Early in his career, a contentious turf war taught Bauer Performance Sports’ Michael Wall everything he needed to know about being an in-house counsel.
By Fred Jerant
Despite a rewarding seven-year career in private legal practice, with Boston firms Hinckley Allen Snyder & Comen and Goodwin Procter, Michael Wall had an itch to join the corporate world. Most of his private-practice work, which was primarily transactional, afforded only glimpses of the businesses.
“I could see where a company wanted to go,” he recalled, “but as outside counsel I wasn’t along for the ride.”
But Wall’s involvement with New Balance, which outsourced most of its legal work, exposed him on a regular basis to domestic and international manufacturing, distribution and supply arrangements, trademark maintenance/enforcement and endorsement/sponsorship contracts. And he found the work to be appealing.
‘Ground Zero’ at the Garden
In 1995, the crumbling Boston Garden was closing; construction of a new state-of-the-art arena (now known as the TD Garden), which was triple its predecessor’s size and with plenty of concession outlets, retail opportunities and a year-round operating calendar, was winding up; and the Boston Bruins hockey team was in the middle of a lockout. This also is when Wall was hired as the organization’s sole attorney.
“It was pandemonium,” he said. The “Legal Department” was an empty office, and the legal files Wall found there did not apply to the new facility. Wall’s “clients” at the Garden were three entities: the Boston Bruins NHL franchise, the corporation that owned and operated the arena, and the corporation that operated its concessions—which were affiliated but effectively competing with each other. He reported to the chief executives of these entities and to the General Counsel of the parent company, Delaware North Cos. The building owner/operator had the Bruins and the Boston Celtics NBA franchise as long-term tenants and also hosted hundreds of concerts and other events.
Wall immediately was embroiled in legal controversies that arose out of a multitude of parties competing for revenue opportunities that the new arena offered—the Bruins, the Celtics, event promoters, vendors and unions—as well as adjacent landowners, such as the MBTA, which owned the new commuter rail station under the arena and the “Big Dig” that was underway next door. These issues involved real estate law, landlord/tenant law, Americans with Disability Act regulatory compliance, personal injury/premises liability, labor and employment law, litigation and other matters expected and unexpected.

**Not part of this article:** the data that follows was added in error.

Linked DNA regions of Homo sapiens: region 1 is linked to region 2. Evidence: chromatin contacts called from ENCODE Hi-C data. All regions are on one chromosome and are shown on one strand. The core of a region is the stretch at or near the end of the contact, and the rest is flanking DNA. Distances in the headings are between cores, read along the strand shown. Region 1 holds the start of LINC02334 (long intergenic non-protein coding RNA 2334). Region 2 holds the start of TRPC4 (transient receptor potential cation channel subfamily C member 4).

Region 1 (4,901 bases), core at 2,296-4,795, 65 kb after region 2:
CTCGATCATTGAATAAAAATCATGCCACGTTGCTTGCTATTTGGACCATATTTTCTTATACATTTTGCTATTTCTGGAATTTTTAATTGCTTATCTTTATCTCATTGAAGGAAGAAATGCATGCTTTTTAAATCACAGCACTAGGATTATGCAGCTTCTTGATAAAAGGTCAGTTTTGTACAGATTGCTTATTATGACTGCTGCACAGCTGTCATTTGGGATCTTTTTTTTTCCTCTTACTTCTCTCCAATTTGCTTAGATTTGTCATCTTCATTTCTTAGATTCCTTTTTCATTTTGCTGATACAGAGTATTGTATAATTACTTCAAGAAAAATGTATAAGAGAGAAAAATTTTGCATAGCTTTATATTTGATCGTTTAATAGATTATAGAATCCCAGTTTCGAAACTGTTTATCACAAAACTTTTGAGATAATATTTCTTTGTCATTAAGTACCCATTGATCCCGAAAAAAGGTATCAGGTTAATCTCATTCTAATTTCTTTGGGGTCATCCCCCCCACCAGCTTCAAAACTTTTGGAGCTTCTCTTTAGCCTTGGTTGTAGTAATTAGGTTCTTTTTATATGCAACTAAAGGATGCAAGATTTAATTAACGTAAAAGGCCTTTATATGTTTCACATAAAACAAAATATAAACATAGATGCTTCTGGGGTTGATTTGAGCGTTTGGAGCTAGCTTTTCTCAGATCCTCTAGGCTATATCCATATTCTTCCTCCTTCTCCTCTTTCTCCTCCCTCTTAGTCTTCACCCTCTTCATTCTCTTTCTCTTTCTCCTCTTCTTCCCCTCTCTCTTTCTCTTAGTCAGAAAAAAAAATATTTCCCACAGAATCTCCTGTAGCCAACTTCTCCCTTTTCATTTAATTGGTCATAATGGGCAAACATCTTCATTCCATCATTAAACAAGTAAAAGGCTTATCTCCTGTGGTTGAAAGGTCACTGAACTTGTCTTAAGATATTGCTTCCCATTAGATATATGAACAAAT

As he dealt with the legal turf wars that inevitably arose in
the new arena, Wall had to be objective in his interpretation of the contracts that governed use and occupancy of the facility and adjacent land, especially when these contracts involved the affiliated entities that he represented. The Celtics were especially vigorous in defining and defending their contractual rights to occupy the arena and were sensitive to any favoritism that they expected the building owner might show to sister company the Bruins.
This baptism by fire prepared the Garden’s legal leader to assist in negotiating other complex situations during his tenure, including: Restructuring the relationship between the Bruins and Red Sox as to their ownership of the New England Sports Network (NESN); Negotiating a new Celtics lease for the arena; Addressing the fallout arising out of three lockouts in 10 years, involving the Bruins (1994-95 and 2004-05) and the Celtics (1997-98); and The hosting of the Democratic National Convention in 2004
Wall highlights the arena’s hosting of the 2004 Democratic National Convention as particularly challenging from a legal standpoint. The parties involved included the Democratic National Convention Committee, the City of Boston host committee, the contractor that renovated the arena to meet the needs of the convention, and law enforcement agencies, including the Secret Service, which was safeguarding the first convention held since 9/11. Each of these parties had objectives that needed to be orchestrated. To add some excitement, the site was picketed by the Boston Police Patrolmen’s Association in a dispute with the city.